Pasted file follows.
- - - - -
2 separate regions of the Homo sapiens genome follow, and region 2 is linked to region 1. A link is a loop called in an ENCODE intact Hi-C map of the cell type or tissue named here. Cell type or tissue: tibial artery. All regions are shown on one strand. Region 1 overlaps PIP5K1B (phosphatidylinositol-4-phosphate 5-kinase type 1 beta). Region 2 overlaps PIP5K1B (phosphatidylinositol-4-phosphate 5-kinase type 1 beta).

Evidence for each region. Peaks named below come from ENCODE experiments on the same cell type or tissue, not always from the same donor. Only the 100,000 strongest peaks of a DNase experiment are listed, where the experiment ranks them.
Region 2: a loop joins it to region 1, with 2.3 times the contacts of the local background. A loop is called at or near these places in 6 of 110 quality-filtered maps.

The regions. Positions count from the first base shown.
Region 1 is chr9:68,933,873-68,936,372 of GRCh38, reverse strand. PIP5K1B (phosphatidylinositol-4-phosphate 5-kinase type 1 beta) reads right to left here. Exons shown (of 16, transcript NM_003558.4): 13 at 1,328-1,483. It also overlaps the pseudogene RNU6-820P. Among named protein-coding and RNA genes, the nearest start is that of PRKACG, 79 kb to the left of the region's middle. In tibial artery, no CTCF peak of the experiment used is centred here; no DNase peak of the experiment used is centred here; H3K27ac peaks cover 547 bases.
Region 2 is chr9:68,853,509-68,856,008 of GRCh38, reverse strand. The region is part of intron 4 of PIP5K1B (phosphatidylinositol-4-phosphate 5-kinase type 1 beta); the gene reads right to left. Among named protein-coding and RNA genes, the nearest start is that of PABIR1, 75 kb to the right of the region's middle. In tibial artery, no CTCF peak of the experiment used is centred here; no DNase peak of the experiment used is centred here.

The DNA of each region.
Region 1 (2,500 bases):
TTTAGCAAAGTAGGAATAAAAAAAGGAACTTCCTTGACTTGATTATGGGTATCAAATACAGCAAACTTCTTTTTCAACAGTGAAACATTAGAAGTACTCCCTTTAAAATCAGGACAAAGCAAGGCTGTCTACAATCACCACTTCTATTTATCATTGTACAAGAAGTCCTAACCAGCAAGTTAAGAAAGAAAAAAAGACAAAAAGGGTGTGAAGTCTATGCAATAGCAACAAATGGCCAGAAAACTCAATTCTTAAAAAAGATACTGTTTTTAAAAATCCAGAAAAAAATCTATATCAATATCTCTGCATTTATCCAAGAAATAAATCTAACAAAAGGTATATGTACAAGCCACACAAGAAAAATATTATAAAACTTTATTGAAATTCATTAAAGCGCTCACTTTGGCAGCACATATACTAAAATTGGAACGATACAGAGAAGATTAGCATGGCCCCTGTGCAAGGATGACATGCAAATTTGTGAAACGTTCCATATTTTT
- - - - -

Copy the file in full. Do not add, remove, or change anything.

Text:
2 separate regions of the Homo sapiens genome follow, and region 2 is linked to region 1. A link is a loop called in an ENCODE intact Hi-C map of the cell type or tissue named here. Cell type or tissue: tibial artery. All regions are shown on one strand. Region 1 overlaps PIP5K1B (phosphatidylinositol-4-phosphate 5-kinase type 1 beta). Region 2 overlaps PIP5K1B (phosphatidylinositol-4-phosphate 5-kinase type 1 beta).

Evidence for each region. Peaks named below come from ENCODE experiments on the same cell type or tissue, not always from the same donor. Only the 100,000 strongest peaks of a DNase experiment are listed, where the experiment ranks them.
Region 2: a loop joins it to region 1, with 2.3 times the contacts of the local background. A loop is called at or near these places in 6 of 110 quality-filtered maps.

The regions. Positions count from the first base shown.
Region 1 is chr9:68,933,873-68,936,372 of GRCh38, reverse strand. PIP5K1B (phosphatidylinositol-4-phosphate 5-kinase type 1 beta) reads right to left here. Exons shown (of 16, transcript NM_003558.4): 13 at 1,328-1,483. It also overlaps the pseudogene RNU6-820P. Among named protein-coding and RNA genes, the nearest start is that of PRKACG, 79 kb to the left of the region's middle. In tibial artery, no CTCF peak of the experiment used is centred here; no DNase peak of the experiment used is centred here; H3K27ac peaks cover 547 bases.
Region 2 is chr9:68,853,509-68,856,008 of GRCh38, reverse strand. The region is part of intron 4 of PIP5K1B (phosphatidylinositol-4-phosphate 5-kinase type 1 beta); the gene reads right to left. Among named protein-coding and RNA genes, the nearest start is that of PABIR1, 75 kb to the right of the region's middle. In tibial artery, no CTCF peak of the experiment used is centred here; no DNase peak of the experiment used is centred here.

The DNA of each region.
Region 1 (2,500 bases):
TTTAGCAAAGTAGGAATAAAAAAAGGAACTTCCTTGACTTGATTATGGGTATCAAATACAGCAAACTTCTTTTTCAACAGTGAAACATTAGAAGTACTCCCTTTAAAATCAGGACAAAGCAAGGCTGTCTACAATCACCACTTCTATTTATCATTGTACAAGAAGTCCTAACCAGCAAGTTAAGAAAGAAAAAAAGACAAAAAGGGTGTGAAGTCTATGCAATAGCAACAAATGGCCAGAAAACTCAATTCTTAAAAAAGATACTGTTTTTAAAAATCCAGAAAAAAATCTATATCAATATCTCTGCATTTATCCAAGAAATAAATCTAACAAAAGGTATATGTACAAGCCACACAAGAAAAATATTATAAAACTTTATTGAAATTCATTAAAGCGCTCACTTTGGCAGCACATATACTAAAATTGGAACGATACAGAGAAGATTAGCATGGCCCCTGTGCAAGGATGACATGCAAATTTGTGAAACGTTCCATATTTTT